Century and VICI teamed up again on Aug. 25 to acquire the Rocky Gap Casino Resort in Maryland from Las Vegas-based Golden Entertainment for a combined $260 million. Century is kicking in $56.1 million for the operations, while VICI will pay $203.9 million for the land and buildings. Century will pay VICI $15.5 million annually through a lease agreement to manage Rocky Gap, increasing its total annual rent payments to the REIT to $41 million.

Century Executive Vice President Andreas Terler, who oversees the company’s U.S operations. (Photo courtesy LinkedIn)

“VICI has been a very good partner for us,” Terler said prior to the Maryland casino transaction.

Terler said Mountaineer, which has nearly 1,500 slot machines, is the Century’s top gaming revenue producer. Cape Girardeau, which is located 120 miles south of St. Louis, provides Century with its single-largest annual cash flow total. The Cape Girardeau and Caruthersville properties are undergoing expansions that have been slowed due to supply chain disruptions.

“(The Missouri and West Virginia casinos) were very successful acquisitions and the company wanted to keep growing [its] footprint in the U.S.,” Bender said.

Terler suggested the Nugget will be the company’s new flagship hotel-casino.

“We’ve learned much in Colorado. We learned about operating in all our markets,” he said. “We have certain types of customers who appreciate smaller casinos. Sparks is a market that has tremendous potential.”

Under Marnell Gaming, the Nugget received upgrades to its management systems, hotel room renovations and construction of an 8,500-seat outdoor events center adjacent to the resort.

Bender said Marnell invested $90 million into the upgrades and the property is in good shape.

“There really will not be much investment needed from Century once they take full ownership,” Bender said. “Reno is more non-gaming focused and pulls a lot of destination customers from California for concerts, events and conventions.”

When the transaction was announced, Century cited Northern Nevada’s economic resurgence that saw several technology and manufacturing companies, including Google, Tesla, Switch, Amazon and Apple, move into the area.

Bender said Reno’s population growth of 15 percent between 2010 and 2020 exceeded the national average of 7.4 percent, and an increase in technology and manufacturing jobs has led to wage growth and home prices outpacing the U.S. average.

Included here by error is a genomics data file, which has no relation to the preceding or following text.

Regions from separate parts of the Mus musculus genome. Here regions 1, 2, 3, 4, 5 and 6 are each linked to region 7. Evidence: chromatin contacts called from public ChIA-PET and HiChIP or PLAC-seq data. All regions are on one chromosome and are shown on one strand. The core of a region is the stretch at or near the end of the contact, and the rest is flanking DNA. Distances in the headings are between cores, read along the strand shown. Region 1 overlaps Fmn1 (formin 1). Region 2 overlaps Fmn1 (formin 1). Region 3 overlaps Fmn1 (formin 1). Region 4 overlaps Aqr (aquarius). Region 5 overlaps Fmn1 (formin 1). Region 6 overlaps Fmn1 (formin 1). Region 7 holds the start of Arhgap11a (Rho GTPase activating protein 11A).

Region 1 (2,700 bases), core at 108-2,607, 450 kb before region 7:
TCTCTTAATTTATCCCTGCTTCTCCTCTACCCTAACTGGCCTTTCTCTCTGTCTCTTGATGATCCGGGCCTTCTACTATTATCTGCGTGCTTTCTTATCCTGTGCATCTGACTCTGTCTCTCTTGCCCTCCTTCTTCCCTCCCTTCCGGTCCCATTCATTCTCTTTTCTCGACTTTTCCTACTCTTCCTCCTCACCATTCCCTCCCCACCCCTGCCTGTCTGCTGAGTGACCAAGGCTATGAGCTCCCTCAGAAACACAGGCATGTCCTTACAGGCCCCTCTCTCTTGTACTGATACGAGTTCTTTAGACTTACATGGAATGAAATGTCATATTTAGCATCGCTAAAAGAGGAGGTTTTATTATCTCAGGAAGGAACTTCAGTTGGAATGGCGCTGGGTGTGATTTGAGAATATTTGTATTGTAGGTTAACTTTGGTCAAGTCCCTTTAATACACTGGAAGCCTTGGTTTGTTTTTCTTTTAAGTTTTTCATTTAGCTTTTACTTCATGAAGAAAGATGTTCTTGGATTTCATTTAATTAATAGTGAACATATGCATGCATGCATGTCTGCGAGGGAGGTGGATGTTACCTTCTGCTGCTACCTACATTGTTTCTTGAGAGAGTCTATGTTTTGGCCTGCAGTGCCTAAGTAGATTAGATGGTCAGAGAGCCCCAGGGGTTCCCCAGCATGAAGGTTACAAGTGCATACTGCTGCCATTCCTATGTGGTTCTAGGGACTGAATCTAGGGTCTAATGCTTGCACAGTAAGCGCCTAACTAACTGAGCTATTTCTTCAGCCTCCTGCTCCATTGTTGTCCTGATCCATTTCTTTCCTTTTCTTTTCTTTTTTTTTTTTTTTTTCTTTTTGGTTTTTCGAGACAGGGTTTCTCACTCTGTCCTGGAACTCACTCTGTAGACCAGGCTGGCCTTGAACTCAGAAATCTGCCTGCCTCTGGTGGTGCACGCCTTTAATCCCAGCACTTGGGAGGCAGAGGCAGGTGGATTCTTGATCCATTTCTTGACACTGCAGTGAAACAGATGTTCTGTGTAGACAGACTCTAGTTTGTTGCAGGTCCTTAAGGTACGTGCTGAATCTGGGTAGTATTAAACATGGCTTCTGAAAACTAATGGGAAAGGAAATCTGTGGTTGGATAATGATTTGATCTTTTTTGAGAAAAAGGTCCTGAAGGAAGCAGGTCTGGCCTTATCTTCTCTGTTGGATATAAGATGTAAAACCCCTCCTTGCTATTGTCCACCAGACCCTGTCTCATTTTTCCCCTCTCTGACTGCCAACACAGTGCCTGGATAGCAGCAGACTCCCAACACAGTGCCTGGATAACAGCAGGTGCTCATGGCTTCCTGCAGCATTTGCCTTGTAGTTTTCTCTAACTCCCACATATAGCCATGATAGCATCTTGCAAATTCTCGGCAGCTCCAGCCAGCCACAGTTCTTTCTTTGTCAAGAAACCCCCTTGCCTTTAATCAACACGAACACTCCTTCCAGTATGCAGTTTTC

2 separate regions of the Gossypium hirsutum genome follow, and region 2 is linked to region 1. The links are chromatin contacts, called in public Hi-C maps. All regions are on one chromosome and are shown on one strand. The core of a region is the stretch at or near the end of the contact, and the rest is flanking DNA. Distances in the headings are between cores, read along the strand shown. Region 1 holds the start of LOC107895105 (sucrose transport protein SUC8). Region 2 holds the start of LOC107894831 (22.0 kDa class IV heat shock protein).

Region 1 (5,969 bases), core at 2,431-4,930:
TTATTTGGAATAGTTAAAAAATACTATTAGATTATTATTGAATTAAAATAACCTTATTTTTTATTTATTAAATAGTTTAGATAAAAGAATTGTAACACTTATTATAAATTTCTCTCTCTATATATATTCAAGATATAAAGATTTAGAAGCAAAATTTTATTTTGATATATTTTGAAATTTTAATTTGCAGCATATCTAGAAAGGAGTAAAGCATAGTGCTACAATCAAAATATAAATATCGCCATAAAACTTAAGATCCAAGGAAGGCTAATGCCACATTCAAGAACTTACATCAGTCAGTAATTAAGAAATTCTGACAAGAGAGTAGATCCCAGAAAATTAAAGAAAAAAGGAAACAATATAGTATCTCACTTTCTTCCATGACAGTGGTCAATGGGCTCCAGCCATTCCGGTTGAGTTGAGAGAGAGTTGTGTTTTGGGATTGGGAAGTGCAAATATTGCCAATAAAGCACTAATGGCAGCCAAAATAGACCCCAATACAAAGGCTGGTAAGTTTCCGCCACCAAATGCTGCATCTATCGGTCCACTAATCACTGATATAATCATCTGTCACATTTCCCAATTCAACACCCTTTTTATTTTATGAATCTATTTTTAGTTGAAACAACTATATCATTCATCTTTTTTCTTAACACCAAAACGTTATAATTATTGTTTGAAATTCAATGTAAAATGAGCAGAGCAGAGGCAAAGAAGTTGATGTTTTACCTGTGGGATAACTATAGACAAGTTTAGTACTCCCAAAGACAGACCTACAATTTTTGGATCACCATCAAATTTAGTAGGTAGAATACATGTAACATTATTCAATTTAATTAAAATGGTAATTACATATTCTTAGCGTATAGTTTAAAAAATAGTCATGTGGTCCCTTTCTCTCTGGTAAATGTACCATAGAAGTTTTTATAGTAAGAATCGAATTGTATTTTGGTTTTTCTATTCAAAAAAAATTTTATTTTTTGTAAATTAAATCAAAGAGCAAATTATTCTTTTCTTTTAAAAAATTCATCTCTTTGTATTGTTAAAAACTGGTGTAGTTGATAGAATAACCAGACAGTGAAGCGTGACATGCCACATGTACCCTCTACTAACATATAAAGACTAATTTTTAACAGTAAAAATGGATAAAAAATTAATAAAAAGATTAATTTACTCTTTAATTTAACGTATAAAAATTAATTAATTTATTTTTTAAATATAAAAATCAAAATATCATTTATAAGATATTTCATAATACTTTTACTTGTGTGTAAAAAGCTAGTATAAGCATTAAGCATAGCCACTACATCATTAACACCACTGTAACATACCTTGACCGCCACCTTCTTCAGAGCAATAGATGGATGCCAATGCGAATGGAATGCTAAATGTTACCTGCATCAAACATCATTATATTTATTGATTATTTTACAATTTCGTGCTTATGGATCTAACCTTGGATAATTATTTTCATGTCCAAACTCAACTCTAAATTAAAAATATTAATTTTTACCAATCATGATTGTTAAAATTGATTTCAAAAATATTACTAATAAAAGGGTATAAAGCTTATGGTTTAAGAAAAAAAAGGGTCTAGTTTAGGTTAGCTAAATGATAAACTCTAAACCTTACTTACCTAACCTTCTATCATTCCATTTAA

“That’s a positive tailwind for the market and the wallet size at the casino,” Bender said. “Additionally, wage growth for Reno feeder markets have all outpaced the U.S. average in the last five years and bodes well for spend at the casino as the market fully recovers.”

Terler said Century is still looking for other Nevada opportunities, although Las Vegas is not on the company’s radar even with Caesars looking to sell one of its Strip resorts.

“We’re conservative and cautious. We want to demonstrate that we can deliver,” Terler said. “Las Vegas is a different category. Let’s say that's a long-term goal.”

When the Nugget and Rocky Gap deals close next year, Century will operate 11 casinos that have 7,140 slot machines and 158 table games.

B Riley Securities gaming analyst David Bain noted the pending transactions will transform the Century into “a nearly North American pure-play” business, with 94 percent of all cash flow coming from its U.S. and Canadian casinos. In 2019, that figure was 78 percent.

Century has attempted to sell its casinos in Poland, but the country borders Ukraine and the conflict with Russia has slowed that process.

Still a Colorado company

Century opened its first Century-branded Colorado casino in 2006 in Central City, located 45 minutes west of Denver. The company was involved with another casino operator in Cripple Creek, located an hour west of Colorado Springs, before expanding to an adjacent casino and adding the Century name to the property.

“As it sits today, Colorado is about 10 percent of the company’s earnings,” Bender said.

Terler said Century is satisfied with its operation in both markets. The small Central City casino has faced competition from large expansion projects in nearby Black Hawk, including a 536-room hotel tower at Ameristar Black Hawk, which opened in 2009, and a $442 million expansion at Monarch Black Hawk which included a 516-room hotel tower.

“We have a good base of repeating customers in Black Hawk, but these casinos are probably small for us now,” he said.

In Cripple Creek, Las Vegas-based Full House Resorts is spending $180 million to build the 300-room Chamonix Casino Hotel adjacent to its Bronco Billy’s Casino. The development is across East Bennet Avenue from Century Cripple Creek.

“You know how Cripple Creek works? People never go to just one casino,” Terler said. “They love to go across the street. Guess who is across the street?”